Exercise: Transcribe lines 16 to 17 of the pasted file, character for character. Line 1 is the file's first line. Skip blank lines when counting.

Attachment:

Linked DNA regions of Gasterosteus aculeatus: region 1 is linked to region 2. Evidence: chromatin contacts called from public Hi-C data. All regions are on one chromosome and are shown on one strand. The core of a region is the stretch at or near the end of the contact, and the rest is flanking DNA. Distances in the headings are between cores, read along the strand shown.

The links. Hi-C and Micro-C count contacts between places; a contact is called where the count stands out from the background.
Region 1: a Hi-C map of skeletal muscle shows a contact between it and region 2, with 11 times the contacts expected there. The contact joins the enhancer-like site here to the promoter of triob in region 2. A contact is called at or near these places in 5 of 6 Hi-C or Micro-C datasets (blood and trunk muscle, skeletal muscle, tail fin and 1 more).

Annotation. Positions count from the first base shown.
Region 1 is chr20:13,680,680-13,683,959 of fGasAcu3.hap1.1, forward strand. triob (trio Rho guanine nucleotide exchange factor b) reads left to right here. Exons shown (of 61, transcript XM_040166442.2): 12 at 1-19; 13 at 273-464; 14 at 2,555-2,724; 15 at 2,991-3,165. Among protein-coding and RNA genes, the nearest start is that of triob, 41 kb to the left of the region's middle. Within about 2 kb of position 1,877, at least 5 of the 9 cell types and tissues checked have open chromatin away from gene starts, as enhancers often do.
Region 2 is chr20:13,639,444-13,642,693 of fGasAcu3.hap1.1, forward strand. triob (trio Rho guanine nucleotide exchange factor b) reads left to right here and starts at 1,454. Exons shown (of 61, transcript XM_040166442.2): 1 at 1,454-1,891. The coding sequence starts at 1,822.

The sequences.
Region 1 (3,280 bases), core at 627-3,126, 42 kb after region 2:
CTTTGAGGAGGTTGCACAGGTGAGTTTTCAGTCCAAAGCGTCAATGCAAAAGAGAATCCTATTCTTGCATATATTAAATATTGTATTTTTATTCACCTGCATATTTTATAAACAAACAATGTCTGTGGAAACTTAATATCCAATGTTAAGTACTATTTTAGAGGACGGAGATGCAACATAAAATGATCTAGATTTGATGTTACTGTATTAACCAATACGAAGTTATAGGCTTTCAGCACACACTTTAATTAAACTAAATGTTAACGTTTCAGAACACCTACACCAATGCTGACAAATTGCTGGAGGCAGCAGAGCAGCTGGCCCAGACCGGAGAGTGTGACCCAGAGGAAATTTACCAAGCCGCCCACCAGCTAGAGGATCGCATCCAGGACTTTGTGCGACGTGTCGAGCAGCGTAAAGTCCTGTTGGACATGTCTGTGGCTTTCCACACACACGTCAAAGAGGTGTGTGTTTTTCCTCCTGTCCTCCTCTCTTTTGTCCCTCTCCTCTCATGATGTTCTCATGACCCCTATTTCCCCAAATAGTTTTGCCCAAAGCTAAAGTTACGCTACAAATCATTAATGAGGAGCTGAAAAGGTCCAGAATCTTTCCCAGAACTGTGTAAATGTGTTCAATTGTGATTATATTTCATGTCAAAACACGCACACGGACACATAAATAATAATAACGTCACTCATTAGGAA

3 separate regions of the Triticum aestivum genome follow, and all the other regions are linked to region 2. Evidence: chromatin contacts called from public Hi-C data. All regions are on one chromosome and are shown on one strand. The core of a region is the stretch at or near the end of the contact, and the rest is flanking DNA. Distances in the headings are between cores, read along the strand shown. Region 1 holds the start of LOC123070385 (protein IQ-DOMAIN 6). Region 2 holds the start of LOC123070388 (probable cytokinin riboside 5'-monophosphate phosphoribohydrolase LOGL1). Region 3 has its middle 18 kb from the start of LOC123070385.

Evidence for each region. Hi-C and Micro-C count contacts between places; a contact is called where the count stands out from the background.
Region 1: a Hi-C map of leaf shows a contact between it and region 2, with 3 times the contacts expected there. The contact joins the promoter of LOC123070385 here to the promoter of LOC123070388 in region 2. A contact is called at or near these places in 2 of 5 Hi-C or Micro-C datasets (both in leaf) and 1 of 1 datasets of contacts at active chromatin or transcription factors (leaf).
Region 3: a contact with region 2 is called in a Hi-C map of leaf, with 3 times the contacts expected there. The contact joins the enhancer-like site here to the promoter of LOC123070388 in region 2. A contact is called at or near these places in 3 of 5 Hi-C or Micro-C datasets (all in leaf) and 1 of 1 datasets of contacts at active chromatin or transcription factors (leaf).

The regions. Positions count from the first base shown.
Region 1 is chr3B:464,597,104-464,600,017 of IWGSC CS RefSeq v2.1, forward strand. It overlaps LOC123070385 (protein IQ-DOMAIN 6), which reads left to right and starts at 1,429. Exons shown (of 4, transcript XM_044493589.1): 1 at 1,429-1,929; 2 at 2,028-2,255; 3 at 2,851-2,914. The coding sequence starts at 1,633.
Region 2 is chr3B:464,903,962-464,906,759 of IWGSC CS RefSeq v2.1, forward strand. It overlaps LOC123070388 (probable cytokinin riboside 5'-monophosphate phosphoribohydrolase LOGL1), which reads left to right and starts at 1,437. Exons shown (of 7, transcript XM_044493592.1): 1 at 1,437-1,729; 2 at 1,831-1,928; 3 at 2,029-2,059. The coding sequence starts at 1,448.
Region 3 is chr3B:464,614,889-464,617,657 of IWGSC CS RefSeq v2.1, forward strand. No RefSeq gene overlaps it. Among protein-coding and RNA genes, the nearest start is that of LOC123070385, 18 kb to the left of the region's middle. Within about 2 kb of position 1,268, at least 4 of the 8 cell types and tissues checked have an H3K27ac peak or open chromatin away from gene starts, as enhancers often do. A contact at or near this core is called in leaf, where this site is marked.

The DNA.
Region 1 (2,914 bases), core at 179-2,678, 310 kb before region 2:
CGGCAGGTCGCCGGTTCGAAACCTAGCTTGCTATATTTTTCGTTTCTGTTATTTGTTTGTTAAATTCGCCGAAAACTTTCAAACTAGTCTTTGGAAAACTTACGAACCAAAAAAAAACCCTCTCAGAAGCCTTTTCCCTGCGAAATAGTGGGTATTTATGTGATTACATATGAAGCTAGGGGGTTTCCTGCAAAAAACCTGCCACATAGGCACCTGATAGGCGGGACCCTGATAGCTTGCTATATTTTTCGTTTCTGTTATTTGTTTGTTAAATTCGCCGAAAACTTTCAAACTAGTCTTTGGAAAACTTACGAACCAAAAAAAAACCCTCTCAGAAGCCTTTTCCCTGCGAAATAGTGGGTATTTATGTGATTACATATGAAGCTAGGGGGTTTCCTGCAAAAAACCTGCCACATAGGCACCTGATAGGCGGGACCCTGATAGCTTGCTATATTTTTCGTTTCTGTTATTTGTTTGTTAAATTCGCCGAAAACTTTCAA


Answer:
Region 2 is chr3B:464,903,962-464,906,759 of IWGSC CS RefSeq v2.1, forward strand. It overlaps LOC123070388 (probable cytokinin riboside 5'-monophosphate phosphoribohydrolase LOGL1), which reads left to right and starts at 1,437. Exons shown (of 7, transcript XM_044493592.1): 1 at 1,437-1,729; 2 at 1,831-1,928; 3 at 2,029-2,059. The coding sequence starts at 1,448.
Region 3 is chr3B:464,614,889-464,617,657 of IWGSC CS RefSeq v2.1, forward strand. No RefSeq gene overlaps it. Among protein-coding and RNA genes, the nearest start is that of LOC123070385, 18 kb to the left of the region's middle. Within about 2 kb of position 1,268, at least 4 of the 8 cell types and tissues checked have an H3K27ac peak or open chromatin away from gene starts, as enhancers often do. A contact at or near this core is called in leaf, where this site is marked.